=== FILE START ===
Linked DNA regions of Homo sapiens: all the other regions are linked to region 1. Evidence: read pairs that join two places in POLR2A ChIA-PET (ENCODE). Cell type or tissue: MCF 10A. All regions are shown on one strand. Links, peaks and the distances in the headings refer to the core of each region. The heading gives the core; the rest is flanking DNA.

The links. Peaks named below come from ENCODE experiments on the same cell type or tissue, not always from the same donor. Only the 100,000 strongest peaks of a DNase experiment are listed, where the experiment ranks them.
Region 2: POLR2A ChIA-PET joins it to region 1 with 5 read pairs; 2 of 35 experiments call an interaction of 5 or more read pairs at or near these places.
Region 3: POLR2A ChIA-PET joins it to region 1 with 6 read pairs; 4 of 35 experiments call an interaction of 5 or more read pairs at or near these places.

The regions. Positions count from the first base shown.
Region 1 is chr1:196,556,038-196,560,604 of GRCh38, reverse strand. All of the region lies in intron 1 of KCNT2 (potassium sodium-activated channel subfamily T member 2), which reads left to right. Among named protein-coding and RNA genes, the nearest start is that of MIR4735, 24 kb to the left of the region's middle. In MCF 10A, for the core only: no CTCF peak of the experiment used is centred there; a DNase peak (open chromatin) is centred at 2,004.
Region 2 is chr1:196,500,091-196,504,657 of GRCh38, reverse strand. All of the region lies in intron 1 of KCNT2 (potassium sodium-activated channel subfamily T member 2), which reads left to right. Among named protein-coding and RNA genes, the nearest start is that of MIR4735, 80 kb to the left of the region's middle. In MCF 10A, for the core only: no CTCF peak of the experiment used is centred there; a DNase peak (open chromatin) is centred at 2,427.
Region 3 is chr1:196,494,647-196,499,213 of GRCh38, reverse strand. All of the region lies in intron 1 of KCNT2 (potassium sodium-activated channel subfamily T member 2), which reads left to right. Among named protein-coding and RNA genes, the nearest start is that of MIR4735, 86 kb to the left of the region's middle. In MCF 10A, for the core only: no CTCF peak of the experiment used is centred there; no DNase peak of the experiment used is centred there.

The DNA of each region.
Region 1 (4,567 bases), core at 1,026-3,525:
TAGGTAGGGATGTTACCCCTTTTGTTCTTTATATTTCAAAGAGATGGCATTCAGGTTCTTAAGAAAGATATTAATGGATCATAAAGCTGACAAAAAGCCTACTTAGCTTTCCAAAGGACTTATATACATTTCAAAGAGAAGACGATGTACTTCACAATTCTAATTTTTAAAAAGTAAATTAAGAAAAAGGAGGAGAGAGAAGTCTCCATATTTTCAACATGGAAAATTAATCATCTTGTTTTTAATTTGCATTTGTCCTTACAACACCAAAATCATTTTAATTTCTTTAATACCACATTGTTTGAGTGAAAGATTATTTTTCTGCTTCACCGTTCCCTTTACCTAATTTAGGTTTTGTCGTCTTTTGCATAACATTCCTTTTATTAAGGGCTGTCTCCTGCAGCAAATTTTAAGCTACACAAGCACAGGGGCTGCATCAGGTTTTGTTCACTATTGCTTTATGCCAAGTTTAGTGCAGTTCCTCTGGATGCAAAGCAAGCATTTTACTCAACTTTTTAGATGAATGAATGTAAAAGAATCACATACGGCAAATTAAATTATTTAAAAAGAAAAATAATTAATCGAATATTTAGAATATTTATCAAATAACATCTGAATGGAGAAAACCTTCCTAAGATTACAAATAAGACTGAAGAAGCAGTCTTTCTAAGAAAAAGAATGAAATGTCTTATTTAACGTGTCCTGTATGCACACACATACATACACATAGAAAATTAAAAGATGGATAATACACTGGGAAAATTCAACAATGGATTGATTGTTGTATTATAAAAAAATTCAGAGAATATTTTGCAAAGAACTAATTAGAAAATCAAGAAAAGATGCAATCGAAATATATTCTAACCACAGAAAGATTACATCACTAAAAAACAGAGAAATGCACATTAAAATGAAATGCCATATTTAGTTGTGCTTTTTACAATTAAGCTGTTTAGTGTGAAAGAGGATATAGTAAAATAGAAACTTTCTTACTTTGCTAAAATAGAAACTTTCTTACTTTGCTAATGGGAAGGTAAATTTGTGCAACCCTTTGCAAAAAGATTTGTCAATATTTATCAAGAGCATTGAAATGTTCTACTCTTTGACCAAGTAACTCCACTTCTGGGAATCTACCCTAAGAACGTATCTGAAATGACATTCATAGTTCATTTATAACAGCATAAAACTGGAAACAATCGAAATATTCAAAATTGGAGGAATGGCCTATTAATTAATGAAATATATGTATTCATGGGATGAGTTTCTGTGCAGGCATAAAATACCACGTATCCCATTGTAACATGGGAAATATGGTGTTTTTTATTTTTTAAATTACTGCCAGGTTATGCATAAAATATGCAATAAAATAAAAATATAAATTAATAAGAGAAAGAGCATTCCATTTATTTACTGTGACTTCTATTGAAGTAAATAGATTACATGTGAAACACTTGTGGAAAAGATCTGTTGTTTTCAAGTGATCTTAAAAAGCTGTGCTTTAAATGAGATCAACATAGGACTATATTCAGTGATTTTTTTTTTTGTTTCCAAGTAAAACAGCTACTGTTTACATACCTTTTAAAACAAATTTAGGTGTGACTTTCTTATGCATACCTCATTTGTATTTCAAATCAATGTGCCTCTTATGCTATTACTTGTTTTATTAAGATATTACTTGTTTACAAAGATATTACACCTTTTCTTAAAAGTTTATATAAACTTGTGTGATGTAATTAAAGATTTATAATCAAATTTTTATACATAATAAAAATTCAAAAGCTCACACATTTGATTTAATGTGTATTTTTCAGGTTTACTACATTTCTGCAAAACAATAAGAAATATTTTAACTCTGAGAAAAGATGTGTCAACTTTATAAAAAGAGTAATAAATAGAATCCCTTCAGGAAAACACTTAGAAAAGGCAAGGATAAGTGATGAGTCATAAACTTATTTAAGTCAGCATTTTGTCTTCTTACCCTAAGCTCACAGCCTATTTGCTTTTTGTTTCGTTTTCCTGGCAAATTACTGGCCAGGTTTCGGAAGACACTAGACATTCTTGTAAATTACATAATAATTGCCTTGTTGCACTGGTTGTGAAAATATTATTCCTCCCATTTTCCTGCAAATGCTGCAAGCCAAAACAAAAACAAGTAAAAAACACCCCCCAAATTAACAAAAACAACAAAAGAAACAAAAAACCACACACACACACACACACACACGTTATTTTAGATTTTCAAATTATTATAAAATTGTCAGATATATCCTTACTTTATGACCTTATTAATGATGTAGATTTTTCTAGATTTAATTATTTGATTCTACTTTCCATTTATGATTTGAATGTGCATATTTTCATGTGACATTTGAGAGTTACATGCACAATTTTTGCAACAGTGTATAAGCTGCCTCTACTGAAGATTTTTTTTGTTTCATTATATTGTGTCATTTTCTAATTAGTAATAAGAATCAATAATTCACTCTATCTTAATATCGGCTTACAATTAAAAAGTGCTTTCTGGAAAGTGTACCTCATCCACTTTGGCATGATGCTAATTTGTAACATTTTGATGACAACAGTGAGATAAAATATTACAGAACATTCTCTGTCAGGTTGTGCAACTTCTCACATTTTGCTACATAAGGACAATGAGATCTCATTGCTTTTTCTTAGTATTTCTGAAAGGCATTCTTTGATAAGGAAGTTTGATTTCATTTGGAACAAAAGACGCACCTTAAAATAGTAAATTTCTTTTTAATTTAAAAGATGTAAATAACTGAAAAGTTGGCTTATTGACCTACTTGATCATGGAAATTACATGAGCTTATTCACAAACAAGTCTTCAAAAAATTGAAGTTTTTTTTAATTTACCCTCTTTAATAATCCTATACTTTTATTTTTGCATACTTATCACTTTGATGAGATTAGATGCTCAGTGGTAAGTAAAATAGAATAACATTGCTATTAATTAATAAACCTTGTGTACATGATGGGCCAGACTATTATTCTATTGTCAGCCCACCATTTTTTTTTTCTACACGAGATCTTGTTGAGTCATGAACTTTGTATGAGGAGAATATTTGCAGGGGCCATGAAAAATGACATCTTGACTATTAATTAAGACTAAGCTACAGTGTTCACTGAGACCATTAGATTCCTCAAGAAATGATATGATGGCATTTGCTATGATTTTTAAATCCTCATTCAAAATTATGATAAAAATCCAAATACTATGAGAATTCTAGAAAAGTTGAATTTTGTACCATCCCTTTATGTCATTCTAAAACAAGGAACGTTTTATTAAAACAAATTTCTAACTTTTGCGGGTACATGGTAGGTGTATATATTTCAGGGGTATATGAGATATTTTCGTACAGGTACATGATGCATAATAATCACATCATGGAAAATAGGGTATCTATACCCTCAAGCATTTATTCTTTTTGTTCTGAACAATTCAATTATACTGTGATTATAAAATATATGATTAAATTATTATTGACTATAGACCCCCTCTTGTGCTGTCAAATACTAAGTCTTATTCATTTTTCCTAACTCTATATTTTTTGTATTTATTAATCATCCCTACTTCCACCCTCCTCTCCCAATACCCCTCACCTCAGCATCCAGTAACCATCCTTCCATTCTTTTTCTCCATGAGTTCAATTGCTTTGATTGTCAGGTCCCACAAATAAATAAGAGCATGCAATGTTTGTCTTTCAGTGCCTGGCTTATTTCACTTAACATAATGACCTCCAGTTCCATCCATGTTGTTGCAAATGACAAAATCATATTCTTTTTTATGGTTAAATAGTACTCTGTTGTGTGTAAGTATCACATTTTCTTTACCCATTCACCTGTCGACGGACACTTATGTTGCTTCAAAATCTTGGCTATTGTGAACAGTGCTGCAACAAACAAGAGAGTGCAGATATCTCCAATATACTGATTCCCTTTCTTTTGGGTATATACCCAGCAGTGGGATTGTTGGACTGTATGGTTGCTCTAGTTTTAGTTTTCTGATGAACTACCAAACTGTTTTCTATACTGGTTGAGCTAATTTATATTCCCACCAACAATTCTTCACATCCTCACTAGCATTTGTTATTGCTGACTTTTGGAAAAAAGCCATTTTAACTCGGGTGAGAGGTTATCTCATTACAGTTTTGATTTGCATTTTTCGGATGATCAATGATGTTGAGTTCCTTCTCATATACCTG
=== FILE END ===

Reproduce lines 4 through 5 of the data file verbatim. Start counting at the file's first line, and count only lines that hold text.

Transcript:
Region 3: POLR2A ChIA-PET joins it to region 1 with 6 read pairs; 4 of 35 experiments call an interaction of 5 or more read pairs at or near these places.

The regions. Positions count from the first base shown.